TALES of Wild Western women have fascinated writers, film-makers and composers over the years, and while many have heard of Annie Oakley, most of us are more familiar with the escapades of Calamity Jane.
That could all change with the new show Little Sure Shot, created for West Yorkshire Playhouse, Bath egg, MAC Belfast and Theatre Iolo and telling the story of the early life of the sharp shooter who rose to international fame in Buffalo Bill’s touring shows.
It was written and composed by fiddler, singer and actor Lucy Rivers, directed by Amy Leach, and to complete the female creative trio, designed by Hayley Grindle.
Little Sure Shot begins its national tour at the egg, the dedicated young person’s venue attached to the Theatre Royal, where it plays until Easter Saturday. It is aimed at an audience aged seven years and older, but it’s a show that will delight all ages, from those brought up on black-and-white television Westerns to youngsters impressed by the determination of Elsa and Anna.
Dirt poor, the Moses family faced a hungry, cold winter. Pa taught his daughter Annie to hunt, allowing her to watch him load his rifle, and to hold the heavy firearm. At the same time he told her that Quakers only shot what they needed to eat, and that guns were lethal weapons to be treated with the greatest care and respect.
But her mother didn’t approve of girls with guns, and before long little Annie was sent to a poorhouse, and on to work for a sanctimonious and cruel couple.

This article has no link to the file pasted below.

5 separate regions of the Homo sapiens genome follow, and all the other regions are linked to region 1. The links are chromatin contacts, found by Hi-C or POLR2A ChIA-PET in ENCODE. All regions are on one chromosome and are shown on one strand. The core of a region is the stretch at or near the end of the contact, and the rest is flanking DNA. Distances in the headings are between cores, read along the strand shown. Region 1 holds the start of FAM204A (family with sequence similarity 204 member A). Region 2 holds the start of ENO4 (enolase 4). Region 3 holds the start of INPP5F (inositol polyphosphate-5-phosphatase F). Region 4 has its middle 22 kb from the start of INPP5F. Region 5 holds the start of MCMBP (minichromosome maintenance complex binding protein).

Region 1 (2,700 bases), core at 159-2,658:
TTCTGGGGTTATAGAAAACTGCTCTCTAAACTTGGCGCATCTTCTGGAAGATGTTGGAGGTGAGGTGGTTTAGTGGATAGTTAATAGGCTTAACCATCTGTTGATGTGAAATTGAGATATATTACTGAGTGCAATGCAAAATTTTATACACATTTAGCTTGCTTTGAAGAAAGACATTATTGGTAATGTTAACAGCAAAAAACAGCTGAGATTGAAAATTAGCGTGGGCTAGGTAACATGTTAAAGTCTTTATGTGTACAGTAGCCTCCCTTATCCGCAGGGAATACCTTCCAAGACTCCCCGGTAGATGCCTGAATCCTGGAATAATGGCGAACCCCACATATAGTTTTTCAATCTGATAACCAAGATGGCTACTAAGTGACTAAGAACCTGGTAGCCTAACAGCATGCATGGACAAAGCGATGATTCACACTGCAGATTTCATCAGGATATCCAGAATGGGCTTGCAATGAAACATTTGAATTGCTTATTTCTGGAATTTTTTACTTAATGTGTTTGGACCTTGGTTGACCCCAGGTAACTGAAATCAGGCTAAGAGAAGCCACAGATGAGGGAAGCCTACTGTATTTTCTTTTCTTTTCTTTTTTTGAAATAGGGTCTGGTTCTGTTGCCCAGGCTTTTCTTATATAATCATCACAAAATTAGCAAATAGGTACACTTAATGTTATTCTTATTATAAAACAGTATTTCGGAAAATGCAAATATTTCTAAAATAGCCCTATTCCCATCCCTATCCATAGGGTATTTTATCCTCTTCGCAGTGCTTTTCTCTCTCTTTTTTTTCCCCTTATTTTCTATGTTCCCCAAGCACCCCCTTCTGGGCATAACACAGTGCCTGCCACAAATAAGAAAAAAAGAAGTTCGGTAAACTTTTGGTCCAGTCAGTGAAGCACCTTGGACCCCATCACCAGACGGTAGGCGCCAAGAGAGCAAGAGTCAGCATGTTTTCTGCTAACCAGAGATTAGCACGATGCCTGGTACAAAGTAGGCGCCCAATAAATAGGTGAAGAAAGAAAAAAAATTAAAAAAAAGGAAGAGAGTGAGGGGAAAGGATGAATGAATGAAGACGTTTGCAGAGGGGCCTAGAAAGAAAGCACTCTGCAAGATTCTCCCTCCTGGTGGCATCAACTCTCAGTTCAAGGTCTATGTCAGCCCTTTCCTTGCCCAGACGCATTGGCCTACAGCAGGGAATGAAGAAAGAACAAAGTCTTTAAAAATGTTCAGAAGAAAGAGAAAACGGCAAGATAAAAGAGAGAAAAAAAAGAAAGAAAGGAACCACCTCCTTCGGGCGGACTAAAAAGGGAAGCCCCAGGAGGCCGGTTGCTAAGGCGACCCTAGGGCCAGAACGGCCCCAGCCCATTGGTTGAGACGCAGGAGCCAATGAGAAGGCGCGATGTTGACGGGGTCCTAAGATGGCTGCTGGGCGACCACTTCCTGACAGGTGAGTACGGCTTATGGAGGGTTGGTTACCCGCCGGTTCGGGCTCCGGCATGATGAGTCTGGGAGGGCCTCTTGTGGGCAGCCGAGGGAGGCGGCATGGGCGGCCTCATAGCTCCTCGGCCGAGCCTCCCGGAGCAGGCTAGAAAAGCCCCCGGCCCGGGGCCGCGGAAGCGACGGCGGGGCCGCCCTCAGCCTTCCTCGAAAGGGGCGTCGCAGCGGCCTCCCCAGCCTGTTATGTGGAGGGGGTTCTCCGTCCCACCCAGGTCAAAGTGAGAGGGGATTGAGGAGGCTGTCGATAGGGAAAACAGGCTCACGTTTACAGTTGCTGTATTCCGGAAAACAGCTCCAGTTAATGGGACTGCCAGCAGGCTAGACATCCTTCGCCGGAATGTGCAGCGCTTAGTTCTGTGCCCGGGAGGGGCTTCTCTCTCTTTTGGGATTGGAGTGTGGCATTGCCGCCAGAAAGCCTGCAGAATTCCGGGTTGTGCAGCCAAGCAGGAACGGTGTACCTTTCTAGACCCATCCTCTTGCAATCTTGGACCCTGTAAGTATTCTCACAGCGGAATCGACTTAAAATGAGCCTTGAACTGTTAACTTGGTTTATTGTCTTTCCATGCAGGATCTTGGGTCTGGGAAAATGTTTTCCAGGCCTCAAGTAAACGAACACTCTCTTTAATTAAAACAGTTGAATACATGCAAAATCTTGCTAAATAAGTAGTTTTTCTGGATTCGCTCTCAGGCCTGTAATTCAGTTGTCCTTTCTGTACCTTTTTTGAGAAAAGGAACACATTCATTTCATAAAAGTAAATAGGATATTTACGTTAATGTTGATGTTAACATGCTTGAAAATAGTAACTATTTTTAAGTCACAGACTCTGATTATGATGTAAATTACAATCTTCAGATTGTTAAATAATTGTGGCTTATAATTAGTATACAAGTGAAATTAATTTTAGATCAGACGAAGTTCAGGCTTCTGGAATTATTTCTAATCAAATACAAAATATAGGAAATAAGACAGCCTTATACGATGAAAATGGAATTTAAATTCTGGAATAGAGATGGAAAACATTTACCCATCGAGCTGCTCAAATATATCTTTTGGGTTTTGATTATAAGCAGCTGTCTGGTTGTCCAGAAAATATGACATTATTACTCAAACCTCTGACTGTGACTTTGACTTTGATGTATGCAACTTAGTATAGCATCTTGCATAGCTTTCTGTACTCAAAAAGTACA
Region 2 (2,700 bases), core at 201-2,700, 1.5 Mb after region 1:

She escaped, meeting a kind man on a train who inspired her choice of stage name – Annie Oakley. Her prowess with the gun, and her hard work eventually took the family out of penury, but by then Annie had met and married Frank Butler, a sharp shooter, and discovered a taste for the spotlight.
Lucy Rivers’ clever musical retelling is full of excitement, romance and poignancy, performed by five versatile singing, acting musicians with all the yee-ha and determination needed. There is broad comedy, trick shooting, singable songs and finely drawn characterisations, transporting the audience back into the days when Annie Oakley rode the range.
Recent drama school graduate Verity Kirk takes the title role – the name given to Annie by Chief Sitting Bull, with Paksie Vernon as Ma and George the Poodle (a big hit with the younger audience.)
David Leopold is the lovelorn Frank, with Andy Clark as a touching Pa and Andrew Whitehead the charismatic Buffalo Bill and the thoroughly nasty Mrs Wolf.
Between them they play guitar, banjo, bass, washboard, mandolin, violin and harmonica in this fast and furious romp through American frontier history, on a clever set.
Little Sure Shot is a delight, and richly deserves a long life on the road.
Photographs by Farrows Creative